Exodus from Viktor Orbán’s Hungary

It was sometime in May that a research institute attached to the Central Statistical Office (KSH) working on a project sponsored by the European Union came to the conclusion that at least 230,000 Hungarians live outside of the country. Since these are only the ones who officially announced their departure, I suspect that the 500,000 figure that’s bandied about is a more accurate estimate.

According to the official figures today, two and a half times more Hungarians now live abroad than in 2001, and in the last few years the numbers have been trending upward. In 2011 58,000 people left the country; in 2012, 72,000. The favorite destinations are Germany (35%), the United Kingdom (25%), and Austria (14%).

According to most analysts, Hungary has been losing its best and brightest in this new wave of emigration. They think that there are at least two reasons for the emigration. First, the sluggish Hungarian economy and high unemployment and, second, Hungary’s authoritarian turn. According to an IPS report, a lot of couples who are not officially married leave because they and their children are not considered to be a “genuine” family according to the Orbán government. Lesbians and gays also have a hard time in Hungary, and when they hear that by now even Austria allows gay marriages, they pack up and leave.

Until recently one heard mostly about the large number of doctors and nurses who were seeking employment abroad. In fact, there is a shortage of doctors and highly qualified nurses in several countries, including Great Britain, Germany, and Sweden, and they welcome skilled Hungarians. But by now other skilled professionals are also sought after, for example computer scientists in Germany.

Then there are those whose political views are such that they find Orbán’s Hungary suffocating. Not so long ago there was a report based on interviews with Hungarians living in Berlin (Oppositionelle Ungarn in Deutschland. Jenseits von Orbanistan). The Hungarians in that article complained about anti-Semitism, anti-Roma feelings, homophobia, and hate campaigns. They wanted out. A lot of writers and intellectuals have already left or are planning to leave, especially if Orbán wins the election next year.

Hungarian papers noted today that the German Statistical Office reported a 4.1% growth in immigration, which is something of a record in recent years.  The number of Poles grew by 13.6% in one year, but that is nothing in comparison to the Hungarian figures. Just last year 24,638 Hungarians settled in Germany, a whopping 30% increase over 2011.

emigrationIn addition to those who leave Hungary in search of work, greater opportunities, or a freer life, there is an increasing number of university students who study abroad. Their numbers will most likely grow substantially in the future as a result of the Orbán government’s introduction of very high tuition fees coupled with the government’s intention to force graduates who received a tuition-free education to remain in Hungary for a number of years. As it stands now, 29% of those who finished high school this or last year definitely want to continue their education abroad, and 60% of them would rather study abroad than at home. Only 11% definitely want to study at home. When these students were asked where they would like to go, most of them mentioned the United Kingdom, Austria, and Germany. Many would like to study in the United States, but that is problematic due to the very high tuition fees and lack of scholarships.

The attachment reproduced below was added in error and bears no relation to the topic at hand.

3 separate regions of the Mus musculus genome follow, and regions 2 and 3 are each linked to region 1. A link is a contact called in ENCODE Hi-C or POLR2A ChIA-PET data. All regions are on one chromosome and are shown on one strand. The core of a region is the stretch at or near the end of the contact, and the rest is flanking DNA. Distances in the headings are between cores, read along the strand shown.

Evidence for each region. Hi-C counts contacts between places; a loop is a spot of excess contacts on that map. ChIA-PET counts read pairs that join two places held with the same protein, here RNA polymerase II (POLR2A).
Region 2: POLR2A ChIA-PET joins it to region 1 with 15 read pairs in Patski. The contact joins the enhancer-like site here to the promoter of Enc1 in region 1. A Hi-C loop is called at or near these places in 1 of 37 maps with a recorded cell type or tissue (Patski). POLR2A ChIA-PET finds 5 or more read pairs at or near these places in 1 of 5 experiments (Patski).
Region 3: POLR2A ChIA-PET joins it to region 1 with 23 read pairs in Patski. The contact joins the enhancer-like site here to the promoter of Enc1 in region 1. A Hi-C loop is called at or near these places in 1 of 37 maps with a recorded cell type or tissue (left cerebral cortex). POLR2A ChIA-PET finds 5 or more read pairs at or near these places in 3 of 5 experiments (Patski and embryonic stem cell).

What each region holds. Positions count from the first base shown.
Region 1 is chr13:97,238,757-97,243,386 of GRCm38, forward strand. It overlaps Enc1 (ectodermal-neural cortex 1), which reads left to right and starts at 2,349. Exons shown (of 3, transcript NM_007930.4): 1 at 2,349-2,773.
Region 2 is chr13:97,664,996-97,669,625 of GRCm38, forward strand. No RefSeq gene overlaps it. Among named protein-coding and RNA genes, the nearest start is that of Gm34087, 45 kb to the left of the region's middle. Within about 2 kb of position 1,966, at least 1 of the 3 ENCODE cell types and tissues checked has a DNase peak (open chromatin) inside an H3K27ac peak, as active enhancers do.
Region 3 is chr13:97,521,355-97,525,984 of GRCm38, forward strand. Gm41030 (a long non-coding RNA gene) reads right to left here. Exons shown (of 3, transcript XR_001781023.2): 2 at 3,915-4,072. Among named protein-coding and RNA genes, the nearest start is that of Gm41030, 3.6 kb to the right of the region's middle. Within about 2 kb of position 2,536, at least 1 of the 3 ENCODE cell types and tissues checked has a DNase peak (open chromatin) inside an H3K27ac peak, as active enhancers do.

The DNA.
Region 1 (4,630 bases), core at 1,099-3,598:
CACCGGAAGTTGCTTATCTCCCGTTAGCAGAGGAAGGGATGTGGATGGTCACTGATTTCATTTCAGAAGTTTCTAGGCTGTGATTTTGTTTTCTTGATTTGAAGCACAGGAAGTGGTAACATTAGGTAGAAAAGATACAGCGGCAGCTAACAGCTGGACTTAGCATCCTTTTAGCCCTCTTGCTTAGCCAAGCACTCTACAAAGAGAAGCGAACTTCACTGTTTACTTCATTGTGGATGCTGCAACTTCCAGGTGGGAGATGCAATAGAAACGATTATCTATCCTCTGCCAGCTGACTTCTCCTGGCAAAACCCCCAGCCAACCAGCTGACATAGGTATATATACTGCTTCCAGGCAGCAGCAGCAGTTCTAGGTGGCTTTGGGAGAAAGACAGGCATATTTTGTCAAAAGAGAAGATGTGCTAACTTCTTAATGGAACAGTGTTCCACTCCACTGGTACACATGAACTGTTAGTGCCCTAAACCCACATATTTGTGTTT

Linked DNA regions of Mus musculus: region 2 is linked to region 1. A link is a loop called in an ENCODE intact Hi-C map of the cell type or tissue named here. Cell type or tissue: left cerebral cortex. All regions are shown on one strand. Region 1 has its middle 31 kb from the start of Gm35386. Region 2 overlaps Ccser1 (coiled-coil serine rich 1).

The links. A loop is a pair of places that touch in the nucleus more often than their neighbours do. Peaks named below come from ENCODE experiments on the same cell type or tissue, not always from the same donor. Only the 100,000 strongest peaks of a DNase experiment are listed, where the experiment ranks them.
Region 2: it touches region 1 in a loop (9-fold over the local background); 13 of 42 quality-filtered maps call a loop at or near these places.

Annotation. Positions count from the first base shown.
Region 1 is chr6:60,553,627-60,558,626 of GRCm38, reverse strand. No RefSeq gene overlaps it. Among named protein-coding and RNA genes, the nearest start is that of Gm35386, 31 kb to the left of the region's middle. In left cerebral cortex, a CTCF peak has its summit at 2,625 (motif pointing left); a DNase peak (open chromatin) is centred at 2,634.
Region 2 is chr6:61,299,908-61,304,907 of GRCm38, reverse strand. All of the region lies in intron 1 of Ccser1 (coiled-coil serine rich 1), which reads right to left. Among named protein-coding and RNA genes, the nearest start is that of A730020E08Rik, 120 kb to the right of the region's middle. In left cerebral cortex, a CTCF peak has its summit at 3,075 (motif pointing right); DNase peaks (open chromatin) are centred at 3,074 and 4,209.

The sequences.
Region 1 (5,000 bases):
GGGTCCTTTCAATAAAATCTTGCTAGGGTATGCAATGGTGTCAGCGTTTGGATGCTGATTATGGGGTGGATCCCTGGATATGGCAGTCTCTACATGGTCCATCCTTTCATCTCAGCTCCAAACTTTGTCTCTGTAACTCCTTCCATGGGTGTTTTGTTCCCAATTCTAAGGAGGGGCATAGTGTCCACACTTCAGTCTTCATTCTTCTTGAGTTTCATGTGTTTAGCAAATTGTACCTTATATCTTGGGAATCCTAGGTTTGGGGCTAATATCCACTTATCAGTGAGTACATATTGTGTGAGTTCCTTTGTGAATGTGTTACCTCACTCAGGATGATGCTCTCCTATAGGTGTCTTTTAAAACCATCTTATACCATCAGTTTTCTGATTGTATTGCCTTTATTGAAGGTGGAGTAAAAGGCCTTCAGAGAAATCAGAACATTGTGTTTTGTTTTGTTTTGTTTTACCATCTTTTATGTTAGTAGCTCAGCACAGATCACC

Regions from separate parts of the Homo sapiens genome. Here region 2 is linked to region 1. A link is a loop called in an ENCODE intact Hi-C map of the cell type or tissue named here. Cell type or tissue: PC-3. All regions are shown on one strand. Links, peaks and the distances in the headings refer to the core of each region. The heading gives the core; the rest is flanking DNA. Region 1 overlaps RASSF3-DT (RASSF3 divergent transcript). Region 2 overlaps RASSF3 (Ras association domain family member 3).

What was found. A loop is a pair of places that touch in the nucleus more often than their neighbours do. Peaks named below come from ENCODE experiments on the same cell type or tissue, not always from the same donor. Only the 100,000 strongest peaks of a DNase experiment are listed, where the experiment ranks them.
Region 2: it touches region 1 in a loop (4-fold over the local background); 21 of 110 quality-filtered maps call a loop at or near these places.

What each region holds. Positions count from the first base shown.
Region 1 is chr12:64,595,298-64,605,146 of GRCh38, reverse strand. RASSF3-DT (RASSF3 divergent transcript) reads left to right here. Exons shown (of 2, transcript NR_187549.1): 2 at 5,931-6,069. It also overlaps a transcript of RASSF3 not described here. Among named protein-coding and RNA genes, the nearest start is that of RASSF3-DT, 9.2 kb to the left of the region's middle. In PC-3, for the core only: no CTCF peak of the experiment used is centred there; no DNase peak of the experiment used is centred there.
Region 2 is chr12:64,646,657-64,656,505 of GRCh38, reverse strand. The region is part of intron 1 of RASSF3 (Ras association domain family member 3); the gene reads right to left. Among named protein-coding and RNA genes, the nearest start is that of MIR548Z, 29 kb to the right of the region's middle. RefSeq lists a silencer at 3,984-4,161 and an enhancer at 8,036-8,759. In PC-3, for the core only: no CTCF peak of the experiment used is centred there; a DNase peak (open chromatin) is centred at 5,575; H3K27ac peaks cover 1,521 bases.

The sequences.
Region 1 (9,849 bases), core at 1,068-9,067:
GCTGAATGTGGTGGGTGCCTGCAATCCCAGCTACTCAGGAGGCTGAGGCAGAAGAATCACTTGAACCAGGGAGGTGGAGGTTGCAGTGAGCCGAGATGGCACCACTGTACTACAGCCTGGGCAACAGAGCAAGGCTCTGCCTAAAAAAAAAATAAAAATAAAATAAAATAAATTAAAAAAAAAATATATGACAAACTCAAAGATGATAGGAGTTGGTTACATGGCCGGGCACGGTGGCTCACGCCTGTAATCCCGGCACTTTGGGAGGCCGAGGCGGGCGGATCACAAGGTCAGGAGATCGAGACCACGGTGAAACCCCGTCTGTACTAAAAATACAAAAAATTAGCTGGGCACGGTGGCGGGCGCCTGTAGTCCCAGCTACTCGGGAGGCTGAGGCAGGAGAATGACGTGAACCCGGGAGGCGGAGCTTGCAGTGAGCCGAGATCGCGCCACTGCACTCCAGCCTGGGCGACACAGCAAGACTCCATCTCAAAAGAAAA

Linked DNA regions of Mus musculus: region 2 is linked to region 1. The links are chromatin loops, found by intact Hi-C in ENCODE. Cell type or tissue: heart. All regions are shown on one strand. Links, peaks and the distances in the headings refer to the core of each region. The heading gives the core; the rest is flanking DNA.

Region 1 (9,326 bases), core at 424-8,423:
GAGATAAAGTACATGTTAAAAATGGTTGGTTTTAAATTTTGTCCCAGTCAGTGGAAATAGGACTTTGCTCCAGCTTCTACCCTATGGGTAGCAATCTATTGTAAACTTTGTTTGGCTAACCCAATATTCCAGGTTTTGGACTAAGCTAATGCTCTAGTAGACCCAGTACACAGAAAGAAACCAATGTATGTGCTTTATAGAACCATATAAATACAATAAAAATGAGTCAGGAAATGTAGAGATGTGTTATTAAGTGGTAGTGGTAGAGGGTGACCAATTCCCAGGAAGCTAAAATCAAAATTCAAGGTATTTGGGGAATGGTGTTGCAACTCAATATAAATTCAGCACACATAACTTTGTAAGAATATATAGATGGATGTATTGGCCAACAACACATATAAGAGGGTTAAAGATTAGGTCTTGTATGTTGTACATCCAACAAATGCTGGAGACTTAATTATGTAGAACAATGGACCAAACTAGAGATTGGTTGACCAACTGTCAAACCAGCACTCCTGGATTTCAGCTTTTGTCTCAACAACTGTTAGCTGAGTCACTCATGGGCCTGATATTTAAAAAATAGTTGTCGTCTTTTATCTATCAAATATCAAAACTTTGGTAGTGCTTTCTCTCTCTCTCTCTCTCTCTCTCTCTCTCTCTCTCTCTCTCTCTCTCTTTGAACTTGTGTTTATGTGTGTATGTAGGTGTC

The best qualified students from elite schools with excellent language skills are the ones who are heading abroad to continue their education. And there is a good likelihood that they will not return after spending four or five years in western countries. Getting into one of the really competitive British or American universities is not easy, but there now exists a business venture in Budapest, the Milestone Institute, that preps applicants for entrance exams or the American SATs.

In five years the number of Hungarian students in the United Kingdom doubled. In 2008 only 310 students applied from Hungary and 192 were admitted. In 2012 there were 519 applicants; 329 began their studies in October 2012. There is a new record for 2013: 719 applicants and 433 Hungarian first-year students.

But students have other less expensive options that require no coaching in test taking. In Austria there are no tuition fees and no entrance exams. Mind you, more than half of the students enrolled in Austrian universities don’t graduate. In some of the more rigorous institutions the graduation rate is even lower. For example, in the Wirtschaftsuniversität Wien, out of the 7,000 enrolled in the first year only 2,500 students actually finished their course of study. According to estimates, there are at least 2,000 Hungarian students just in Vienna. Based on interviews I read, they find Vienna and life there to their liking. Bureaucracy is practically nonexistent in comparison to the Hungarian universities. In Vienna it is easy to find part-time jobs and with a little luck they even manage to find modest and relatively inexpensive apartments they can share with others.

From the point of view of Hungary’s future, this exodus is not encouraging news. It is really ironic that this accelerated emigration, especially of young people, is occurring during the most nationalistic Hungarian government since 1944. The government has been trying to lure back the emigrants with little success. Even the liberal ATV television station, not exactly a favorite of the Orbán government, has a daily program that has the odd title Hazahuzó, literally meaning “drawing back home.” It is a kind of travelogue showcasing the beauties of various cities and regions of the country.

On the whole, people who decide to start a new life elsewhere belong to the younger generation and therefore, if this trend continues, the demographic problems of the country will be even greater in the future than they are now. The Orbán government’s methods aimed at encouraging people to have more babies are primitive and ineffectual. Their latest is that if a married university student decides to have a baby while still in school that student will not have to pay back his/her staggeringly high students loans.